As a coach, Belcher cautions pregnant women not to do any abdominal exercises while pregnant. “Don’t do any crunches. No direct core work because your abs are going to separate, (which is) called diastasis recti,” she said. “Pregnant women think they should train their core, but that’s not true. You don’t want to do anything that’s going to cause the abdominal muscles to separate.”
She said some doctors have told women not to lift anything heavier than a water bottle, but Belcher disputes that. “How else are you going to carry that car seat? That thing is heavy!”
She also believes that her workouts have helped to stabilize her body while pregnant. “Most women just waddle, but you want to keep everything nice and tight. Not like a sit-up, but through your back,” she said. “We’ll do squats with weights. You never realize the stuff you can do when you’re pregnant.”
Price also cautioned that joints are more easily injured during pregnancy because the hormones loosen up the joints to prepare the pelvis for delivery. But other joints are affected and can be injured, too, so be careful. “Listen to your body,” she said. Don’t exercise too strenuously, Belcher also cautioned. Any workout that causes the mother’s heart rate to rise to above 120 beats per minute can cause blood flow to shunt away from the baby. So, stay below that level and drink as much water or calorie-free fluids as you can.
The recommended calorie addition for pregnancy is only 300 calories (500 extra once baby is born and if you’re nursing), Price said, though many women are hungrier than that. In the second trimester, most of the weight gain is fat deposits in preparation for breast feeding. In the third trimester, it’s the baby and placenta.
Belcher said she’s had decreased back and knee pain, thanks to her workout regimen.
“We train the posterior chain a little bit more,” she said. The posterior chain is a group of muscles in the back of the body, including the biceps femoris, gluteus maximus, erector spinae muscle group, trapezius and posterior deltoids. “Three exercises we do are squats, good mornings and lunges.” They help stabilize the body against the added weight in the front, she said.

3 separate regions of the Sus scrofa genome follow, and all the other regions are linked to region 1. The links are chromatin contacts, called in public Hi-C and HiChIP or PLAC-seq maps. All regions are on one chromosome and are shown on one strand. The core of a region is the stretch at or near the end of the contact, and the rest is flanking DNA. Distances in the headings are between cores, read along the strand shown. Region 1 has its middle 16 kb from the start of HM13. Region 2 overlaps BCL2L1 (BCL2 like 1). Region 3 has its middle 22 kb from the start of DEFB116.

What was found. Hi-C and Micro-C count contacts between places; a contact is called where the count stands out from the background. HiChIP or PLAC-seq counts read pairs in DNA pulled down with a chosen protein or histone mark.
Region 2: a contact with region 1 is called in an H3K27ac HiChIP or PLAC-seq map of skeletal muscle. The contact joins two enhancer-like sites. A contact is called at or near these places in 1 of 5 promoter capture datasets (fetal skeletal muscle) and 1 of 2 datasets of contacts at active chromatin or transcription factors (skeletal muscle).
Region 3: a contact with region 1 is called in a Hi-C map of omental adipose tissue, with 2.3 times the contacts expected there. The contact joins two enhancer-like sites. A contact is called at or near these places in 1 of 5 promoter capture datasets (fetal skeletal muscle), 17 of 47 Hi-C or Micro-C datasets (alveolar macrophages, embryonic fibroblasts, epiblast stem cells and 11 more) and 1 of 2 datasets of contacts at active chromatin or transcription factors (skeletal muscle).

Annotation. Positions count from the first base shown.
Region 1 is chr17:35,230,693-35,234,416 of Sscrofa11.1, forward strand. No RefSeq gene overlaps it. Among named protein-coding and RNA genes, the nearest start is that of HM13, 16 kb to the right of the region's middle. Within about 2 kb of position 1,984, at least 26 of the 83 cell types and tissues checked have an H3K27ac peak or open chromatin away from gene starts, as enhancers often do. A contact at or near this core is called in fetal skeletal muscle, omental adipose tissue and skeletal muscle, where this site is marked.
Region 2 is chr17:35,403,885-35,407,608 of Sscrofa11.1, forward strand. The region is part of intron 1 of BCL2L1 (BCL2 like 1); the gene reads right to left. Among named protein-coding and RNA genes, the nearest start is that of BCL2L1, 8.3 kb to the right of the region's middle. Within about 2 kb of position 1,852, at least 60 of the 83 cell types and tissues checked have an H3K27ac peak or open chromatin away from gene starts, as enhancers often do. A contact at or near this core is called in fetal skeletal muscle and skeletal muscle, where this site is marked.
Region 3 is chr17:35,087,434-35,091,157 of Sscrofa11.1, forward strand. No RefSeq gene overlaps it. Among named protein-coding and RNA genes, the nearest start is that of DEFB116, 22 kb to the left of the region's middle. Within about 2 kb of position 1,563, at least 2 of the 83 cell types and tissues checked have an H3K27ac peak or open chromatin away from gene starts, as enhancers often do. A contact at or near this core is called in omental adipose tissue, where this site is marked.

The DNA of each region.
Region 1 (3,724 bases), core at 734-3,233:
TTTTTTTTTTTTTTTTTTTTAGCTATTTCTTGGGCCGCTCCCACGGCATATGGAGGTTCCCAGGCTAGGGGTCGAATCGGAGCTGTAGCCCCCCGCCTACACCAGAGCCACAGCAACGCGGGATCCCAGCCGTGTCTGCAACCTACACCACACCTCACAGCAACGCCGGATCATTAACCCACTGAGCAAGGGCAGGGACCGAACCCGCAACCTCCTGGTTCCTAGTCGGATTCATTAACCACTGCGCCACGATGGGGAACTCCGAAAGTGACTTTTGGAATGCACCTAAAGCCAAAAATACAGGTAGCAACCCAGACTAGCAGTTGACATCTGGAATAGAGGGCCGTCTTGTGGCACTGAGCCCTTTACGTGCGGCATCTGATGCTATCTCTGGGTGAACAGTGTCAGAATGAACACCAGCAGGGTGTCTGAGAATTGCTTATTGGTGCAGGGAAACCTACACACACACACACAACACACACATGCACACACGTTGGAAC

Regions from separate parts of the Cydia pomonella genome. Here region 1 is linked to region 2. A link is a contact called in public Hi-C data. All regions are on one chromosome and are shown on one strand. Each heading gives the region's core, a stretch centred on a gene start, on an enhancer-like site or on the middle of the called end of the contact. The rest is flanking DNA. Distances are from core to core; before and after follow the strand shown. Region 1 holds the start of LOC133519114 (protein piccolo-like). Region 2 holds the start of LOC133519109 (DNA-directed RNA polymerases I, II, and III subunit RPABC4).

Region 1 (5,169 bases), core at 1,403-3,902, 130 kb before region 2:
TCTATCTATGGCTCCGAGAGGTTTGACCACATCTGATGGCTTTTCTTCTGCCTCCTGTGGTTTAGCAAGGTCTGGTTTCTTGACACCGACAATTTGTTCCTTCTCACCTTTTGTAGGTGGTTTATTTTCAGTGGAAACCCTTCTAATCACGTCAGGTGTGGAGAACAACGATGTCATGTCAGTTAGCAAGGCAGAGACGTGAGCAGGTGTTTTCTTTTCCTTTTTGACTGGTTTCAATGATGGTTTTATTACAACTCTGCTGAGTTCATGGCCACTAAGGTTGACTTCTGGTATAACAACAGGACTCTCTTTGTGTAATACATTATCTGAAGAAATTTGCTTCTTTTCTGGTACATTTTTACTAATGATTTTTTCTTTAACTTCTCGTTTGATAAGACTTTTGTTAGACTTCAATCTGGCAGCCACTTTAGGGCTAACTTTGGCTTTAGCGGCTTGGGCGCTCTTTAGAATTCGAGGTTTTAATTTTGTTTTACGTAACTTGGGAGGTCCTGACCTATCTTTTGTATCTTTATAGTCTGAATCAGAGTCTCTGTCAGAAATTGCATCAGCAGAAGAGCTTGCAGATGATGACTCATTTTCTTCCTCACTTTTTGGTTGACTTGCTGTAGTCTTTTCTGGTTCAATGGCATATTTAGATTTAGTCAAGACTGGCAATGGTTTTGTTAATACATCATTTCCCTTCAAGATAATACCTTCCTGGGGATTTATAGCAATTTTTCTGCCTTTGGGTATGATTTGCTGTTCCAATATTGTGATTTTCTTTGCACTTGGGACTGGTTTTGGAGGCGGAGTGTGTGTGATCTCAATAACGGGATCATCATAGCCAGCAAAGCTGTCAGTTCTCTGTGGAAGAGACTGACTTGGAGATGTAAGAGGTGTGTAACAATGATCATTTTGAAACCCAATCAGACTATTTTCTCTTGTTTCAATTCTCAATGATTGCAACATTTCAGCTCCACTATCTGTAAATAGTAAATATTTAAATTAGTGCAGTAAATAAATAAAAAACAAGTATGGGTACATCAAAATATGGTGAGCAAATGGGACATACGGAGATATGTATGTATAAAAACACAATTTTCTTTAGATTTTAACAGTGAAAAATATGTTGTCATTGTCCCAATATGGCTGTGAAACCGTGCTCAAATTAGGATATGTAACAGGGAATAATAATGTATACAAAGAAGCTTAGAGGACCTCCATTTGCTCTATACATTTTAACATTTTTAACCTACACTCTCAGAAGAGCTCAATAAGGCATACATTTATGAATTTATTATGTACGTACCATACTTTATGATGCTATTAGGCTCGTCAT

Four Barrel has several members who are obstetricians, and they help give advice to pregnant members on their workouts, too, Belcher said.
Glotzbach said she did get some grief from her husband when she was doing rope climbs while pregnant, but otherwise, she liked the way CrossFit made her feel. A group at Four Barrel challenged her husband, Justin, to workout alongside her with a 20-pound medicine ball strapped to his middle to simulate her body. He learned quickly what challenges she faced.
Both of her deliveries went smoothly, quickly and were uneventful, Glotzbach said. Though it’s unclear if this is directly attributable to her fitness, she said she would tell any woman who wants to work out while pregnant, “Go for it! (Do) any little thing you can do to make you feel like you’re healthy. It’s a mental thing.”
Belcher also touts the psychological effects of fitness, but especially CrossFit. “It’s for your 80-year-old grandma or your 13-year-old cousin,” she said. “You hear a lot of bad things about it, that there are a lot of injuries, and there are. There are good boxes and bad boxes. We (at Four Barrel) like to keep people as healthy as they can, as far as warming them up and doing corrective exercises before the workout.
“You start to see yourself differently, and you start to not care about the external stuff. It’s the beauty of the results and not the external results. There’s a never-ending amount of goals that you could attain.”
If you are pregnant, please consult with a medical professional before assuming any type of exercise regimen.